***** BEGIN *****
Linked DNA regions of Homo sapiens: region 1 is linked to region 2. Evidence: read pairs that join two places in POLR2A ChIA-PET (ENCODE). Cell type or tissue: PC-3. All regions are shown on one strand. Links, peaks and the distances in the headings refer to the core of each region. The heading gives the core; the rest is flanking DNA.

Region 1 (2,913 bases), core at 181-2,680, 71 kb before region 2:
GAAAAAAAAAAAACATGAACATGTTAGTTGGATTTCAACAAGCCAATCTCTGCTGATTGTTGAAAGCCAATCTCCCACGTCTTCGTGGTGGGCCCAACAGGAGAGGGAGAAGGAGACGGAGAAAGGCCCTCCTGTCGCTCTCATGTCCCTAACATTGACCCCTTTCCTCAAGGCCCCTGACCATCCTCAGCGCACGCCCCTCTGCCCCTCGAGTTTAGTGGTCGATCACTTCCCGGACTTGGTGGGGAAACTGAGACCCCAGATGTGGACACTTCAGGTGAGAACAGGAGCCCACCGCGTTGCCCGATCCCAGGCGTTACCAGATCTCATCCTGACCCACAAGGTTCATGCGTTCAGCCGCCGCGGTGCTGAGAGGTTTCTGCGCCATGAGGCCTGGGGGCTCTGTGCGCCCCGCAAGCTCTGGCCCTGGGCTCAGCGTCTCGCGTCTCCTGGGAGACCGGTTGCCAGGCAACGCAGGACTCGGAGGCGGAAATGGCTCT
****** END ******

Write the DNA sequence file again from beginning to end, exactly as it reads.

Linked DNA regions of Homo sapiens: region 1 is linked to region 2. Evidence: read pairs that join two places in POLR2A ChIA-PET (ENCODE). Cell type or tissue: PC-3. All regions are shown on one strand. Links, peaks and the distances in the headings refer to the core of each region. The heading gives the core; the rest is flanking DNA.

Region 1 (2,913 bases), core at 181-2,680, 71 kb before region 2:
GAAAAAAAAAAAACATGAACATGTTAGTTGGATTTCAACAAGCCAATCTCTGCTGATTGTTGAAAGCCAATCTCCCACGTCTTCGTGGTGGGCCCAACAGGAGAGGGAGAAGGAGACGGAGAAAGGCCCTCCTGTCGCTCTCATGTCCCTAACATTGACCCCTTTCCTCAAGGCCCCTGACCATCCTCAGCGCACGCCCCTCTGCCCCTCGAGTTTAGTGGTCGATCACTTCCCGGACTTGGTGGGGAAACTGAGACCCCAGATGTGGACACTTCAGGTGAGAACAGGAGCCCACCGCGTTGCCCGATCCCAGGCGTTACCAGATCTCATCCTGACCCACAAGGTTCATGCGTTCAGCCGCCGCGGTGCTGAGAGGTTTCTGCGCCATGAGGCCTGGGGGCTCTGTGCGCCCCGCAAGCTCTGGCCCTGGGCTCAGCGTCTCGCGTCTCCTGGGAGACCGGTTGCCAGGCAACGCAGGACTCGGAGGCGGAAATGGCTCT